Many legacy accumulation conveyors rely on mechanical sensors in order to sense the weight of a product or package and guide product accumulation. This worked well in the past, when warehouses primarily processed larger and more consistent orders. Today, however, the rise of ecommerce has led to lighter, smaller, and more varied orders, which do not always play well with mechanical sensors.
Mechanical sensors, because they touch the product, can cause cartons to turn, slow down, become side-by-side with another carton, and stop in the middle of the conveyor, leading to jams, no reads, product breakage, and other exceptions during sortation and processing. This in turn reduces an operation’s efficiency, increases total order cycle time, and reduces profitability. If your operation leverages an aging Accuglide conveyor, you’re probably familiar with these issues.
Upgrading from mechanical sensors to photo eyes and solenoids can help to resolve this problem, as these components can more accurately recognize smaller and more varied packages. Just like the first tip above, the result is a better conveyor/product fit, which reduces the chance for errors.
If loading trucks has gotten more difficult…
In many facilities, loading docks are specifically designed so that the dock is elevated in relation to the truck. This allows the facility to leverage a gravity conveyor in order to load trucks and trailers. But as these gravity conveyors age—just like any other aging piece of equipment—they will begin to operate less and less efficiently.
Eventually, you will be faced with replacing your truck loading conveyor with something new. While simply replacing your existing gravity conveyor with a new one is an option, it may also make sense for you to make the switch from gravity conveyor to a powered truck loading conveyor, which will give you more control over the product and can help make your loading processes more efficient.
If your conveyor is breaking down more frequently…
As any conveyor or piece of equipment ages, it is going to experience wear and tear caused by years of friction. This is unavoidable. Routine maintenance and preventative care can help you get the most out of your conveyor and prolong its life, but eventually there will come a time when even preventative care won’t be enough to keep things running smoothly.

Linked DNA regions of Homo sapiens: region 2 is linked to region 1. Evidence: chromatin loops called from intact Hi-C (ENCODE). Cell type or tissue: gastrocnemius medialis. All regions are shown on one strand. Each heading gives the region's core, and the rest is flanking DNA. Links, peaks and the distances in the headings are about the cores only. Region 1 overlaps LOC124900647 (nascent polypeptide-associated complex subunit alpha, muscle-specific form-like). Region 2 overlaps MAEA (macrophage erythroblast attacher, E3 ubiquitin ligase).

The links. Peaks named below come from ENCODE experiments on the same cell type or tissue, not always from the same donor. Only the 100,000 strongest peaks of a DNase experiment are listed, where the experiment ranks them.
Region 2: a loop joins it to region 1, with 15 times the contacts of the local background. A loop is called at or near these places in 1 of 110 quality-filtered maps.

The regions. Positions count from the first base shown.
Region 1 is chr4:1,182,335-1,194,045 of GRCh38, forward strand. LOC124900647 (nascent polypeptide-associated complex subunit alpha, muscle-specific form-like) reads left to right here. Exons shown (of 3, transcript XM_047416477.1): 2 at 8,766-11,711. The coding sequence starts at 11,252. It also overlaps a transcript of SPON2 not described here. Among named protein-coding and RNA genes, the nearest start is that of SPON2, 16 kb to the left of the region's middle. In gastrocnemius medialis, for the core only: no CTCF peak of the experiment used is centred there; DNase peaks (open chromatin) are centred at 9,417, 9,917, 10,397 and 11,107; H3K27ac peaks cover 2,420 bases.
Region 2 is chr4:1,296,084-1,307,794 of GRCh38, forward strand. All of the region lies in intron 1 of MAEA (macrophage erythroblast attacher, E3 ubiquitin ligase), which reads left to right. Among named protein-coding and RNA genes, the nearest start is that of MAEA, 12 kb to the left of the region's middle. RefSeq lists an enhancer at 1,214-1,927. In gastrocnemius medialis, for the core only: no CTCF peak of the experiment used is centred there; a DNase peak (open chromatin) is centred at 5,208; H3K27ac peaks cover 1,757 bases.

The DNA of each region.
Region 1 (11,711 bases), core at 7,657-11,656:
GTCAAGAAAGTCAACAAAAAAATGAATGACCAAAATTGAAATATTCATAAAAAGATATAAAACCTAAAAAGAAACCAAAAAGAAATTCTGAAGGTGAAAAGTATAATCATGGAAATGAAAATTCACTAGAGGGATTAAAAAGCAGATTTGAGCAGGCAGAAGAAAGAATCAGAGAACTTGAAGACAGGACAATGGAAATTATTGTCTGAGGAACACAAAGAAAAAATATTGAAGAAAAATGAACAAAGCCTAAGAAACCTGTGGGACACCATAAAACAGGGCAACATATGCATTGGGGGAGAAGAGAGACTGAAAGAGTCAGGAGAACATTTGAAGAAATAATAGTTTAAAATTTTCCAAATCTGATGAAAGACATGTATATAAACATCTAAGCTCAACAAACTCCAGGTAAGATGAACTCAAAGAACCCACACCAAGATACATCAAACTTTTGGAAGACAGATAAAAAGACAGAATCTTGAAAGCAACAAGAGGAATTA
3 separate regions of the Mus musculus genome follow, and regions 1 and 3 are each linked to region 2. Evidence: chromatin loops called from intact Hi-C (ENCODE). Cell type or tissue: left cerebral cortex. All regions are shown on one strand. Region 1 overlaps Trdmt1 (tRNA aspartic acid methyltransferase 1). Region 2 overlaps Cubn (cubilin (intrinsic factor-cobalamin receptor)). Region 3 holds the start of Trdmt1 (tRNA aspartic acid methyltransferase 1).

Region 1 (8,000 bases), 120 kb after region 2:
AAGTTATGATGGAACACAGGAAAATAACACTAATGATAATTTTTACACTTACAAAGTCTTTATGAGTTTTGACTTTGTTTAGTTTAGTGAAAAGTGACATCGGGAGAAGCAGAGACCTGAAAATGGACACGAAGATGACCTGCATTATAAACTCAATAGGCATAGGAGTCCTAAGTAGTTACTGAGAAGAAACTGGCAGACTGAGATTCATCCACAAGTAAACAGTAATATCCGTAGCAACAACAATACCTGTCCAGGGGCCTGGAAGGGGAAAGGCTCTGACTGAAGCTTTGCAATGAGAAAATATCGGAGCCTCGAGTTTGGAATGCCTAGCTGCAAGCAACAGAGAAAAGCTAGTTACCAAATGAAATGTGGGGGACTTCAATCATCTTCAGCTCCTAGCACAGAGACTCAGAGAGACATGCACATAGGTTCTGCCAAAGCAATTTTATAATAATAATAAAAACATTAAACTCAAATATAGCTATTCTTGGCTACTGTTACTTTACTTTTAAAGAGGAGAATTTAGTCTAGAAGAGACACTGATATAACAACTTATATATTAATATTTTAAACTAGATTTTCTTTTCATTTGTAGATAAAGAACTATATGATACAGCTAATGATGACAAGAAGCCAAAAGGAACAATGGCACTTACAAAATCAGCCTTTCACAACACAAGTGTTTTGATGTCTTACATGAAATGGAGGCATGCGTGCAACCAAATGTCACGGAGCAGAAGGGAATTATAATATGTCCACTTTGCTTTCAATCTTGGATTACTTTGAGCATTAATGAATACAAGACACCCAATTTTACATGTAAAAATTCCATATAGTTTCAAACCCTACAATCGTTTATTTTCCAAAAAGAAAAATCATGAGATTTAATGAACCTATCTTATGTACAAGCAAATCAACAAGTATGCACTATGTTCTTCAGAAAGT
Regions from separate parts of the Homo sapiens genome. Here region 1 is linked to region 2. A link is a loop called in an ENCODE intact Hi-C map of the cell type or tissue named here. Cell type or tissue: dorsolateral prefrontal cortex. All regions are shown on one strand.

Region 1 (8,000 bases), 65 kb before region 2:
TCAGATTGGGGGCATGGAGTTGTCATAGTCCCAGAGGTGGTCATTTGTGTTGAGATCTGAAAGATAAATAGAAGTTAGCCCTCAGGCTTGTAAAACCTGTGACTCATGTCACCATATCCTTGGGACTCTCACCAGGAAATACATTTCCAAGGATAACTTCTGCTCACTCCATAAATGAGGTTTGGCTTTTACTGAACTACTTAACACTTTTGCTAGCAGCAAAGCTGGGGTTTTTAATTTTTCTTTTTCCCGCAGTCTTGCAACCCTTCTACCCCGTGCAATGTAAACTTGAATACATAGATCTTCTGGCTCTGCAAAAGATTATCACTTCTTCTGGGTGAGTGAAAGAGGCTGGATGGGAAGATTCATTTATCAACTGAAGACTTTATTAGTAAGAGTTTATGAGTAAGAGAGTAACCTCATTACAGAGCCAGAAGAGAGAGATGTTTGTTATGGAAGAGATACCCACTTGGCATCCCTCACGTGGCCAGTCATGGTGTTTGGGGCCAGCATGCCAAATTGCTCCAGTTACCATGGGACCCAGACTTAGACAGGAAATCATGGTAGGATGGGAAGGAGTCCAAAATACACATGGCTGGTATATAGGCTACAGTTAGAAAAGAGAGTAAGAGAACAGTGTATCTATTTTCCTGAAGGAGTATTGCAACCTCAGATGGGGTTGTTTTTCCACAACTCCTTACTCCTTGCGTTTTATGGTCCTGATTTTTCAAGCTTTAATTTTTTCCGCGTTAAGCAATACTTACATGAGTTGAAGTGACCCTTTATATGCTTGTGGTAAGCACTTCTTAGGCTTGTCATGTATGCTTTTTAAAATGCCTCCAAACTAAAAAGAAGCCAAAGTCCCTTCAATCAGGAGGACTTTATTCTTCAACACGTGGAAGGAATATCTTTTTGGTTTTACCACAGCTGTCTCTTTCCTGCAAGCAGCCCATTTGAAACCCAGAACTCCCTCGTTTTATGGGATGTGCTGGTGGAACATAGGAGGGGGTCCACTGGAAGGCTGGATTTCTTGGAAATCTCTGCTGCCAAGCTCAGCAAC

If you find that your legacy conveyor is breaking down much more frequently and causing your operation to experience more unplanned downtime, it may be time to bite the bullet and upgrade to a more modern piece of equipment that will be less prone to breakdowns and likely a better overall fit with your operation’s needs.
Deciding When to Upgrade
Ultimately, the decision to upgrade or replace your existing conveyor, or continue to repair it as you’ve been doing, needs to be a financial decision. Pursuing an upgrade or replacement will, of course, involve an investment of capital up front. That being said, doing so will also likely allow you to realize significant savings by reducing unplanned downtime, reducing maintenance costs, and even potentially adding functionality.
Working with a skilled and trusted systems integrator who can conduct a warehouse audit for your business can help you evaluate your options and choose the one that makes most financial sense for you to pursue.